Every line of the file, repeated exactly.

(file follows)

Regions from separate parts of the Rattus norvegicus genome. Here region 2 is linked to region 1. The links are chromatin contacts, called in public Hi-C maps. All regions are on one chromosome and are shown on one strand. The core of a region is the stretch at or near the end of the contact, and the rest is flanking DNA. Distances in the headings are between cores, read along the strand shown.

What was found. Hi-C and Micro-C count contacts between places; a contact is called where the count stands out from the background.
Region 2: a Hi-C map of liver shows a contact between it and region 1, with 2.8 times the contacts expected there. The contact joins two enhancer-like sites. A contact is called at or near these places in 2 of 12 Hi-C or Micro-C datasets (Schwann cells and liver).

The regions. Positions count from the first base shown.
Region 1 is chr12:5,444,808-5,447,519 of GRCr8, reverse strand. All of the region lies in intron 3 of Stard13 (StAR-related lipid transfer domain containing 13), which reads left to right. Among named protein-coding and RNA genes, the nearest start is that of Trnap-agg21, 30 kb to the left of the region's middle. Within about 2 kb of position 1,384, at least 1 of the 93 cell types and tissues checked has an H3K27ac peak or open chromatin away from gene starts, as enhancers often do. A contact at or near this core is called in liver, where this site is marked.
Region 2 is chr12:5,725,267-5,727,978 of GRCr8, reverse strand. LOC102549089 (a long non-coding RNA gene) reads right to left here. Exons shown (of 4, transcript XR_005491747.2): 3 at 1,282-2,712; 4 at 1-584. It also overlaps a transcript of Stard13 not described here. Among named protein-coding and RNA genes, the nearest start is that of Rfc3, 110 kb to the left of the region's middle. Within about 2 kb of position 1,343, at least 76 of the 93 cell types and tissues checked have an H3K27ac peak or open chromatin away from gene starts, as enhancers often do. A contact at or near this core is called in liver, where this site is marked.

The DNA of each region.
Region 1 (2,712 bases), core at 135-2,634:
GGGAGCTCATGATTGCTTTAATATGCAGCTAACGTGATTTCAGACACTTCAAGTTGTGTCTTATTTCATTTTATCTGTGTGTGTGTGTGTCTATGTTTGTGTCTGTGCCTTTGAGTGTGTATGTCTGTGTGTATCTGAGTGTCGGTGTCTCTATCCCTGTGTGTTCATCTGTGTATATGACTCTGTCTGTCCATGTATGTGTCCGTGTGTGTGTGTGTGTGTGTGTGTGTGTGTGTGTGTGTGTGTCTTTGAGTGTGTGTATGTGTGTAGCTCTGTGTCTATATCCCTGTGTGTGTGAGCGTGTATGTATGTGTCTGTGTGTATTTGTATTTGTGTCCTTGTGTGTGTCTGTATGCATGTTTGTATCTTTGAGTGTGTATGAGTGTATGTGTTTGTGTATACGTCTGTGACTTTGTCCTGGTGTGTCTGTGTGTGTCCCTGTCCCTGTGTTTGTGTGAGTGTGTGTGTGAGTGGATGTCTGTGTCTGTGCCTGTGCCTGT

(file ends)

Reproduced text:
Regions from separate parts of the Rattus norvegicus genome. Here region 2 is linked to region 1. The links are chromatin contacts, called in public Hi-C maps. All regions are on one chromosome and are shown on one strand. The core of a region is the stretch at or near the end of the contact, and the rest is flanking DNA. Distances in the headings are between cores, read along the strand shown.

What was found. Hi-C and Micro-C count contacts between places; a contact is called where the count stands out from the background.
Region 2: a Hi-C map of liver shows a contact between it and region 1, with 2.8 times the contacts expected there. The contact joins two enhancer-like sites. A contact is called at or near these places in 2 of 12 Hi-C or Micro-C datasets (Schwann cells and liver).

The regions. Positions count from the first base shown.
Region 1 is chr12:5,444,808-5,447,519 of GRCr8, reverse strand. All of the region lies in intron 3 of Stard13 (StAR-related lipid transfer domain containing 13), which reads left to right. Among named protein-coding and RNA genes, the nearest start is that of Trnap-agg21, 30 kb to the left of the region's middle. Within about 2 kb of position 1,384, at least 1 of the 93 cell types and tissues checked has an H3K27ac peak or open chromatin away from gene starts, as enhancers often do. A contact at or near this core is called in liver, where this site is marked.
Region 2 is chr12:5,725,267-5,727,978 of GRCr8, reverse strand. LOC102549089 (a long non-coding RNA gene) reads right to left here. Exons shown (of 4, transcript XR_005491747.2): 3 at 1,282-2,712; 4 at 1-584. It also overlaps a transcript of Stard13 not described here. Among named protein-coding and RNA genes, the nearest start is that of Rfc3, 110 kb to the left of the region's middle. Within about 2 kb of position 1,343, at least 76 of the 93 cell types and tissues checked have an H3K27ac peak or open chromatin away from gene starts, as enhancers often do. A contact at or near this core is called in liver, where this site is marked.

The DNA of each region.
Region 1 (2,712 bases), core at 135-2,634:
GGGAGCTCATGATTGCTTTAATATGCAGCTAACGTGATTTCAGACACTTCAAGTTGTGTCTTATTTCATTTTATCTGTGTGTGTGTGTGTCTATGTTTGTGTCTGTGCCTTTGAGTGTGTATGTCTGTGTGTATCTGAGTGTCGGTGTCTCTATCCCTGTGTGTTCATCTGTGTATATGACTCTGTCTGTCCATGTATGTGTCCGTGTGTGTGTGTGTGTGTGTGTGTGTGTGTGTGTGTGTGTGTCTTTGAGTGTGTGTATGTGTGTAGCTCTGTGTCTATATCCCTGTGTGTGTGAGCGTGTATGTATGTGTCTGTGTGTATTTGTATTTGTGTCCTTGTGTGTGTCTGTATGCATGTTTGTATCTTTGAGTGTGTATGAGTGTATGTGTTTGTGTATACGTCTGTGACTTTGTCCTGGTGTGTCTGTGTGTGTCCCTGTCCCTGTGTTTGTGTGAGTGTGTGTGTGAGTGGATGTCTGTGTCTGTGCCTGTGCCTGT